CharterCARE Foundation’s Iacono’s relationship building lays strong foundation to help communities

CHANGE OF PACE: Paula Iacono, executive director of the Chartercare Foundation, originally wanted to be a journalist, but her career path changed when she began helping the alumni council at Bryant University.
CHANGE OF PACE: Paula Iacono, executive director of the Chartercare Foundation, originally wanted to be a journalist, but her career path changed when she began helping the alumni council at Bryant University.

PBN 2023 Business Women Awards
CAREER ACHIEVER: Paula Iacono | Chartercare Foundation executive director

WITH 40 YEARS of experience in developing community partnerships and organizations, Paula Iacono understands what needs to be done.

Iacono – executive director for the Chartercare Foundation in North Providence – originally wanted to be a journalist, she said. However, Iacono began volunteering for Bryant University’s alumni council and her career trajectory began to change. Iacono became Bryant’s alumni director, helping grow an alumni chapter network and became a mentor for the student alumni association.

“It was really happenstance,” Iacono said of her time in alumni relations. “I just was in the right place at the right time.”

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By 2001, Iacono had moved to the health care field to fundraise and handle donor relations for a hospital that eventually became part of Chartercare Health Partners. During her early years there, three hospital development systems merged and Iacono became the development officer for those entities.

When those organizations were bought up by a for-profit company, Iacono helped Charter­care create its own foundation. Chartercare Foundation now awards grants for nonprofit agencies that provide health care for Rhode Islanders. Iacono’s network grew because she already had relationships with the donors and knew how to use the funds.

“I view it as a real partnership,” said Iacono of the foundation’s relationships with other agencies. “I take an interest in it. We just don’t award them the grant and then never see or talk to them again. I go out and visit the site; I meet with the people doing the programming and the services; I monitor how it’s going; if they need additional funding, we talk about that. As a result, we’ve developed relationships with a lot of these health care agencies over time that have resulted in a lot of progress.”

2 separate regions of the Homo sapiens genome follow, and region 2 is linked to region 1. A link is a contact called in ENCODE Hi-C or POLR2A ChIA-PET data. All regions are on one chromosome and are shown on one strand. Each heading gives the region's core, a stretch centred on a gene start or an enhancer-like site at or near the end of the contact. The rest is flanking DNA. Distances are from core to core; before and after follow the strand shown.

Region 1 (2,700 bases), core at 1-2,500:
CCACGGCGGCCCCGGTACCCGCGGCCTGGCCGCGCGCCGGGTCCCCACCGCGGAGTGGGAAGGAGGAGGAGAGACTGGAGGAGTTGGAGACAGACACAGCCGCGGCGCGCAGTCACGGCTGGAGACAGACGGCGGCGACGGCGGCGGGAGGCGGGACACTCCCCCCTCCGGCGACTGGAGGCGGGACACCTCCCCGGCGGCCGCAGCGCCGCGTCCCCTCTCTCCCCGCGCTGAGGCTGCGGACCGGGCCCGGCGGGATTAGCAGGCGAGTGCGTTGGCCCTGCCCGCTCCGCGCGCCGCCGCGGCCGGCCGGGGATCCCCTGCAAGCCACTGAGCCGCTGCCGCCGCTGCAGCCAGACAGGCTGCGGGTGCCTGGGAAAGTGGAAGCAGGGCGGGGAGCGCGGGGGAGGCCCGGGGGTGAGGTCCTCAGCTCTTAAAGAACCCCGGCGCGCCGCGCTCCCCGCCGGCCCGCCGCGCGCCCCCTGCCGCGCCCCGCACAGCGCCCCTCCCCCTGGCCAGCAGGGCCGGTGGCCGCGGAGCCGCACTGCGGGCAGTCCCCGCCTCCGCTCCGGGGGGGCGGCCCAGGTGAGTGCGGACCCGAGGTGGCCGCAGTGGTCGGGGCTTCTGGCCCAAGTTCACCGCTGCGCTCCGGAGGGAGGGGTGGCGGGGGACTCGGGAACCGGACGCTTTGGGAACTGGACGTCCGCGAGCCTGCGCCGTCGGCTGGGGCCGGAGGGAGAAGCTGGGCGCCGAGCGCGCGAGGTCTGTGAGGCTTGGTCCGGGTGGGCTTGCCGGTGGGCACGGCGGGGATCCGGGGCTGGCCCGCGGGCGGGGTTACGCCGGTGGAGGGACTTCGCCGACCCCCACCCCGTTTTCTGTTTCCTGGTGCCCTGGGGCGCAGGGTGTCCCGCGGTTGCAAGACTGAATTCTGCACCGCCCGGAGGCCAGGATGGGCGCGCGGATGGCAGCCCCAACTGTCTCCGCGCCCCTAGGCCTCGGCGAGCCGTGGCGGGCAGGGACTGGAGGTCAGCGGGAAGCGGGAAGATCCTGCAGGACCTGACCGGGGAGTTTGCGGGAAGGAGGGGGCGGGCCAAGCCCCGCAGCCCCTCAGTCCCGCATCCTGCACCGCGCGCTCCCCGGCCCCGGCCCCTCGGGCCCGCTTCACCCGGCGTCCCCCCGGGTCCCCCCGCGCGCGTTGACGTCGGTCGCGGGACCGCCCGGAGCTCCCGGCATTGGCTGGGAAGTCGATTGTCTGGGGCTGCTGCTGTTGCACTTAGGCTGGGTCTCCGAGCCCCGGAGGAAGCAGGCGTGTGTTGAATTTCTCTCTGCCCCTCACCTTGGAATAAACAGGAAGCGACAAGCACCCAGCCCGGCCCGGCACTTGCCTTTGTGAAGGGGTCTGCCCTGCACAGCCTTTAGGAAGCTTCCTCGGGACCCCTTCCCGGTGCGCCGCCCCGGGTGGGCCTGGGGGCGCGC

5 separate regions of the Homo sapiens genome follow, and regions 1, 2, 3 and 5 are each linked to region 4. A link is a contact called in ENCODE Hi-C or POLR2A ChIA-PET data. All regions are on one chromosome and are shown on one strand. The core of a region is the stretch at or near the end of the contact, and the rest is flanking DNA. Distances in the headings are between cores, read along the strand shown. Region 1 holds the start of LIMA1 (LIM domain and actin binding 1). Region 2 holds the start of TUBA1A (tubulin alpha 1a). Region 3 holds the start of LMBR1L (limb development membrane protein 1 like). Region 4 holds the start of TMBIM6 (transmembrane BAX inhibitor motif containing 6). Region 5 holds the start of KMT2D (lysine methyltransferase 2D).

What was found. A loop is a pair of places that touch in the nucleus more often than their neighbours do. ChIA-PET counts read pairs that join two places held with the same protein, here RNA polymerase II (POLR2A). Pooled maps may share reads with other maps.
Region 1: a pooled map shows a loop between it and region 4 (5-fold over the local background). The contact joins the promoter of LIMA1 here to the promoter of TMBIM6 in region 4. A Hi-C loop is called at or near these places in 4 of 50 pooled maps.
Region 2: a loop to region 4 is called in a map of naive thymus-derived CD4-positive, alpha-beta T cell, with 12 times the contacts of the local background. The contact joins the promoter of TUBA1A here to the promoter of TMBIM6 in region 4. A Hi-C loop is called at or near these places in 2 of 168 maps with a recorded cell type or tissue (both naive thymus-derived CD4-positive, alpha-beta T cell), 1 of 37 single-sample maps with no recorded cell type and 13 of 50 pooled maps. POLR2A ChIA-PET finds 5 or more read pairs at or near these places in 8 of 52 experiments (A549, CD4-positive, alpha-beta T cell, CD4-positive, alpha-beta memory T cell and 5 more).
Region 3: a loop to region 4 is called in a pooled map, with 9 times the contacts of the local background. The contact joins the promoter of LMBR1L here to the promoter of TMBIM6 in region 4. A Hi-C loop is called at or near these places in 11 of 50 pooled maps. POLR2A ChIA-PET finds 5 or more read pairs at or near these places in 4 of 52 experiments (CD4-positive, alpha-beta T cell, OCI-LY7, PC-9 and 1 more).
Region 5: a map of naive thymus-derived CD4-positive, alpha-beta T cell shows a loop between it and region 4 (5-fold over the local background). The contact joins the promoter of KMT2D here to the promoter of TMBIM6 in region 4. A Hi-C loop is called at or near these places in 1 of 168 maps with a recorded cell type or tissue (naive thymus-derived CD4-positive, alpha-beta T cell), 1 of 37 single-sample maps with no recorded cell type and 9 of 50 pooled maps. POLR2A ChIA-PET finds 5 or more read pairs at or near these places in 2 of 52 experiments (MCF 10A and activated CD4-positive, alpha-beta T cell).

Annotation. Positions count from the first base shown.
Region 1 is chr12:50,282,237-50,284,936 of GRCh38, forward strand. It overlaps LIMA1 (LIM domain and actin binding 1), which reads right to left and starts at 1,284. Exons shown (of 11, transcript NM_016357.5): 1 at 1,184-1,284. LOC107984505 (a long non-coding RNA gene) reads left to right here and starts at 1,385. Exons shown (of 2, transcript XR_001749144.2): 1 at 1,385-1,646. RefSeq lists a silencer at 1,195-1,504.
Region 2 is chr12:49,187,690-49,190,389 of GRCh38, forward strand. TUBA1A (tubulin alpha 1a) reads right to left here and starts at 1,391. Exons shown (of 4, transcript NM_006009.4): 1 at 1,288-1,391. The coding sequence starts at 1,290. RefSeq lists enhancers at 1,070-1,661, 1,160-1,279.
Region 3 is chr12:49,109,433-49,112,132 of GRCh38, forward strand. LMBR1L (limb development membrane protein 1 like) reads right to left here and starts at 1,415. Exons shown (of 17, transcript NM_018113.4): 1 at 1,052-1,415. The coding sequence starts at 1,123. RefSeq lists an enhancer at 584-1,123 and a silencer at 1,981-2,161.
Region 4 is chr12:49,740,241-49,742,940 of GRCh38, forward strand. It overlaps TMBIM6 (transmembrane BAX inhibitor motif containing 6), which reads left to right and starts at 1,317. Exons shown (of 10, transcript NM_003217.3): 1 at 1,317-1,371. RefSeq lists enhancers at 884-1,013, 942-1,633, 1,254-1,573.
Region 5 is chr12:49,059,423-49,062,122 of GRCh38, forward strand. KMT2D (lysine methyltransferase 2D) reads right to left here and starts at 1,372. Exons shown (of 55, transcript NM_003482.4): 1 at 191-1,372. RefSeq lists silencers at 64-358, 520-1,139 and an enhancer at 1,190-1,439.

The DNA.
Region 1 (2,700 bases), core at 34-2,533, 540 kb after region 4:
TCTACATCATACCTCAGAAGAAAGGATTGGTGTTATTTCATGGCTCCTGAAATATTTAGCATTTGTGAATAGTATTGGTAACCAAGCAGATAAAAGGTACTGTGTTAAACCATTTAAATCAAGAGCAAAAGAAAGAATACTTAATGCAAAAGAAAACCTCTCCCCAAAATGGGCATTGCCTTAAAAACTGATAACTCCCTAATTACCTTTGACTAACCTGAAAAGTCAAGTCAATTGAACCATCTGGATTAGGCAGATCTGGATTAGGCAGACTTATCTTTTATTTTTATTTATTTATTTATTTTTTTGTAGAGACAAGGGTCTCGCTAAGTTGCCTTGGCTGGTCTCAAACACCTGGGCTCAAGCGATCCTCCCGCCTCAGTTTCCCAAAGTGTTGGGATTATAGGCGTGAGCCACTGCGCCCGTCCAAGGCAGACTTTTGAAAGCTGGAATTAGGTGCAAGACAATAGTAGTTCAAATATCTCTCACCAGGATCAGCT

As executive director, Iacono handles many foundation aspects, including working with donors, fundraising, handling grant applications, site visits and awarding grants. She also handles the foundation’s accounting and website development.

“The best advice I can give anyone wanting to get into this type of work is to be flexible and be mindful of changing needs in the community,” Iacono said. “It’s great to have processes and procedures, you [must] have those. But I think the flexibility allows you to react appropriately when emerging health care needs arise, such as when COVID-19 hit. We had to shift and deviate from our normal process to try to meet some of the needs of the community.”

Due to the partnership and knowledge gained about each organization, Iacono believes the foundation is often secure enough to go forward with further funding. Chartercare Foundation board Chair Patti McGreen admires Iacono’s ability to get everything done.

“Our organization is small and she does it all,” McGreen said. “She’s calm, capable and respected.”

Iacono is self-driven and develops the thoughts and direction of the foundation, McGreen said.

It’s important to get out in the community, maintain the relationships you make and keep your ear to the ground, Iacono said.

The foundation is currently reviewing awards for medical education scholarships, and is also focusing on needs in behavioral health, nutrition education, and senior wellness and safety, Iacono said. The foundation also has a broad scholarship program for Rhode Island students studying in the health care field.

Since the foundation launched in 2014, it has distributed more than $1 million in small grants in the Rhode Island community. Overall, the foundation focuses on small nonprofit organizations so the funds can make an impact.

“I’ve had the opportunity to meet a wide variety of people between health care and education and volunteering, and from all walks of life, and they’ve truly enriched my life,” Iacono said. “I’ve learned something from every one of them. Amazingly, I’ve kept in touch with most of them, so I think I’m most proud of the personal relationships that have developed from this work. It’s very rewarding.”

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